Electric Cool-box (or Esky) review

We’ve all seen them and wondered. Every gadget suppler has a small electric fridge or cool-box, usually supplied with a cable to run it off a 12V vehicle supply. I’ve even seen some very favourable reviews of these devices, from people with no credentials. Then, last week I needed to cool down various perishable foodstuffs whilst on a road trip, so I bought one. This is a review of this particular unit, but the principles will apply to the whole family of products.

I opted for the Halfords 8-litre cool-box, largely because I knew where to find a Halfords and I knew I’d seen cool-boxes there. I chose the 8L version because I knew the cooling principle they all utilise isn’t very energy efficient; I didn’t want to cool more space than I needed.

The Halfords 8L cool-box is certainly well-made and insulated. It’s very solid, with a hinged lid and catch that suggests quality. This is only to be expected; the Halfords models are not cheap.

Cable storage compartment in Halfords Coolbox
The cable storage compartment is a thoughtful touch

One nice feature of the 8L box is a fitting to hold it securely between two rear seats of a car using the lap belt, allowing it to double as an arm-rest. It’s also small enough to tuck away easily on one side of a boot. After fitting the supplied strap it’s also easy to carry and in another thoughtful touch there’s even a small compartment to store the power cable.

The power lead itself is long enough to reach from the dashboard to the boot without too much trouble and is fitted with a standard lighter plug on one end. The cool-box end of the lead has a proprietary connecting plug fitted, which might be tricky if a replacement is needed. Halfords do sell spare leads, but they’re not cheap!

Halfords 8L Coolbox
Coolbox (with test supply and thermometers)

Halfords also sells a mains adapter for something like £25 – ouch! This is one of the most expensive 12V adapters I’ve seen, but the cool-box is rated at 3A so you do need something a bit chunky. I decided against this purchase.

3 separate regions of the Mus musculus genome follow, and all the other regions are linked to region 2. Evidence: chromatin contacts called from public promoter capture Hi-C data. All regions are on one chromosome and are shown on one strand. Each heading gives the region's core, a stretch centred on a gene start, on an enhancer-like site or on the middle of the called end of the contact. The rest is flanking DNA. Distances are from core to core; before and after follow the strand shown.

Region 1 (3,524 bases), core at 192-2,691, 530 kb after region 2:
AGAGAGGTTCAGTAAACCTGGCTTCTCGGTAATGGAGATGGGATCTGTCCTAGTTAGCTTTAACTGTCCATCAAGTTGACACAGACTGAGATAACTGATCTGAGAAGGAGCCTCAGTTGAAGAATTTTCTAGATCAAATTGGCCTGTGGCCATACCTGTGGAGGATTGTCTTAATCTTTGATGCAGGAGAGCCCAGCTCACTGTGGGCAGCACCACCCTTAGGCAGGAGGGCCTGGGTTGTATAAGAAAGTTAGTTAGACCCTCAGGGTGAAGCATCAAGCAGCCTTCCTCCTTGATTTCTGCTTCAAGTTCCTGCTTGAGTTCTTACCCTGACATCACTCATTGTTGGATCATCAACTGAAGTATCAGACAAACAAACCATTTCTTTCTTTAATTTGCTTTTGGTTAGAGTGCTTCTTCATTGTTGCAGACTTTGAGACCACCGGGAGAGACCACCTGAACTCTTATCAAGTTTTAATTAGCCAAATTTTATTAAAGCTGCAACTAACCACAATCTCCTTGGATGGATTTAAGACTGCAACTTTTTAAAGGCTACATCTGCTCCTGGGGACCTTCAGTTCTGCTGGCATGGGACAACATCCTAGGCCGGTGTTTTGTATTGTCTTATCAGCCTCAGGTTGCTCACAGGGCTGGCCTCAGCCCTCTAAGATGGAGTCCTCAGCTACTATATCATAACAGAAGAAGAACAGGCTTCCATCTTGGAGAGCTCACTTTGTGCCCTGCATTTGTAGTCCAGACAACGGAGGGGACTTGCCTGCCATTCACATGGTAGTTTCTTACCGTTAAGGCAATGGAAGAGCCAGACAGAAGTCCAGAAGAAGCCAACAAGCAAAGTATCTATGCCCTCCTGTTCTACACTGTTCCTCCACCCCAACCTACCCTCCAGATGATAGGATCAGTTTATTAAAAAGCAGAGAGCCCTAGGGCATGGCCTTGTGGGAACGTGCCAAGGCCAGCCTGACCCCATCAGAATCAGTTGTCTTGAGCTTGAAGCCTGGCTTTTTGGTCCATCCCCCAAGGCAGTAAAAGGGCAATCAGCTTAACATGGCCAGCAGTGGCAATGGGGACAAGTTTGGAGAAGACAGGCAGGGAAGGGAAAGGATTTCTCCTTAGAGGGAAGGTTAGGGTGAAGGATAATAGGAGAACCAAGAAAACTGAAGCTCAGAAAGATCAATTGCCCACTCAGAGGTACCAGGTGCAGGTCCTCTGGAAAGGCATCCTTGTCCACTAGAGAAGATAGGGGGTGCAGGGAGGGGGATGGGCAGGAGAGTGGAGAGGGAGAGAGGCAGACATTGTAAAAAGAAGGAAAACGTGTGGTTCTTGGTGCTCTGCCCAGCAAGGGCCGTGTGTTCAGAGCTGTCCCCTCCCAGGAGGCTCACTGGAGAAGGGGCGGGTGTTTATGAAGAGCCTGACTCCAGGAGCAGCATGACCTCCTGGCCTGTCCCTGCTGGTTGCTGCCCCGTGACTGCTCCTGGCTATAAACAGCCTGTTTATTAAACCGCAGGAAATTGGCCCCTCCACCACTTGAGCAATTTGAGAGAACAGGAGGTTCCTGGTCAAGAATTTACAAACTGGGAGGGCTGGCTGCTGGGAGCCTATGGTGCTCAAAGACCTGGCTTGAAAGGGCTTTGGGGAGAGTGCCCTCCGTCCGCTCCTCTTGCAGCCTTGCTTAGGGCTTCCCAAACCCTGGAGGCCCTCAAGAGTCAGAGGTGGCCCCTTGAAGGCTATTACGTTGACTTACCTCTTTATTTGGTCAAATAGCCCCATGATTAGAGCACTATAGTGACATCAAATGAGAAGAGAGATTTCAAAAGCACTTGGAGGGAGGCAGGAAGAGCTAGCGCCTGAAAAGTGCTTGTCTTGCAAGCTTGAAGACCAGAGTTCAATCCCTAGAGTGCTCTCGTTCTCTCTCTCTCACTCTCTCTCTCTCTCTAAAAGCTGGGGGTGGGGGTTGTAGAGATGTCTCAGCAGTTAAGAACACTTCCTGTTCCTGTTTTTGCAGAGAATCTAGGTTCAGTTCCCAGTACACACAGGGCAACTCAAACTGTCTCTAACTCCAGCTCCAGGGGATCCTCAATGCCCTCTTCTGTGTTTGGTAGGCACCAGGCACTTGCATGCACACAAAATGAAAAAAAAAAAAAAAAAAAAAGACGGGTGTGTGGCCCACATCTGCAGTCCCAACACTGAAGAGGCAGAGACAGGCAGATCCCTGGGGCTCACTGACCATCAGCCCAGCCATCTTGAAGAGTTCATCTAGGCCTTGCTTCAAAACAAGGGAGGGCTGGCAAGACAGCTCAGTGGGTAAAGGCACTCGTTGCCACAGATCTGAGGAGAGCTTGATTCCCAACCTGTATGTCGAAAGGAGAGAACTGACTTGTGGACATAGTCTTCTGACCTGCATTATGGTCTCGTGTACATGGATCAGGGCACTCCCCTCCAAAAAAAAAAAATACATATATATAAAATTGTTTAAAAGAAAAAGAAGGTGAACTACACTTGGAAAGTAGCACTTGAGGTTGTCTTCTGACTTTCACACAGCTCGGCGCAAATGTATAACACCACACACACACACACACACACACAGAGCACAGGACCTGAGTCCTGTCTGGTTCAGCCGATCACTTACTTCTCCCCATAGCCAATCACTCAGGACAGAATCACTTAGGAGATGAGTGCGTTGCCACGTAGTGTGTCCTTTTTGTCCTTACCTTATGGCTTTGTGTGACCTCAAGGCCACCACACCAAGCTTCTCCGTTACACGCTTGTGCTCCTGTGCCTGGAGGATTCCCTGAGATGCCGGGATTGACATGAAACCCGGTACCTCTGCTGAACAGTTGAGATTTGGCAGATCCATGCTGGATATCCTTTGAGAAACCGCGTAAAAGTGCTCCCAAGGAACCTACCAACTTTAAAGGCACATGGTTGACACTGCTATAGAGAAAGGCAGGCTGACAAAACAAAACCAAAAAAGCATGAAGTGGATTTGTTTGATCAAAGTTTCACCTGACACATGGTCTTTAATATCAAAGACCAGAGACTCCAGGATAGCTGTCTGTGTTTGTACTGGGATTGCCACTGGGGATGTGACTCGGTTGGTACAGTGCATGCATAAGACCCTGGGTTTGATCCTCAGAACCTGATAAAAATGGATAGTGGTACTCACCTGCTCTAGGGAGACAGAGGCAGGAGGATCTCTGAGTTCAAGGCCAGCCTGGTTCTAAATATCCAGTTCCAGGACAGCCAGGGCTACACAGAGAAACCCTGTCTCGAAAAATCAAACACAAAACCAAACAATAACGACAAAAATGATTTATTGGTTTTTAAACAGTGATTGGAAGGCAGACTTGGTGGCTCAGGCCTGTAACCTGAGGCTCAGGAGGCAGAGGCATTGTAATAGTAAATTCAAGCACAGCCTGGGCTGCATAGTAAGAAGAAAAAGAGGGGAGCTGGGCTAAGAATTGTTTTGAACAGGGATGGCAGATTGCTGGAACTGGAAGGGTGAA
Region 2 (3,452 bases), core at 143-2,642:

So far so good – the food was loaded into the cool-box and off we went with the cooler running while the engine was on. 3A is no problem for a car’s alternator but I didn’t want to drain the battery. The instructions also made it clear that running of the battery alone wasn’t a good idea.

However, at the end of the day’s driving, which amounted to several hours, it wasn’t at all clear that the inside of the box was any cooler than the outside. On our return I decided to test it properly to see what was going on.


These coolers all work using a thermoelectric effect. If you really want to know /how/ this works try looking up the Peltier or Seebeck effects in a good physics textbook. The short story is that if you take two plates made of different metals and place them together you can make a heat pump. As heat passes from the hot plate to the cold plate it generates a potential difference (voltage) between them. This is one of those electrical effects that works both ways, so if the plates are the same temperature and you pass a current across the plates they’ll drag heat from one plate to the other. In other words, is you pass a current through the two plates one gets hot by taking heat from the other, which gets cold.

This sounds very useful! All you need to do is place the plate that’s getting cold inside the box, and cool the plate that’s outside the box with a fan. This gives you a fridge with no moving parts apart from a fan, and as moving parts go, fan’s are a lot easier to manage than compressors and the associated plumbing for the coolant. Unfortunately there’s a snag – it’s not a particularly efficient process. Just how efficient it was in practice, I decided to find out.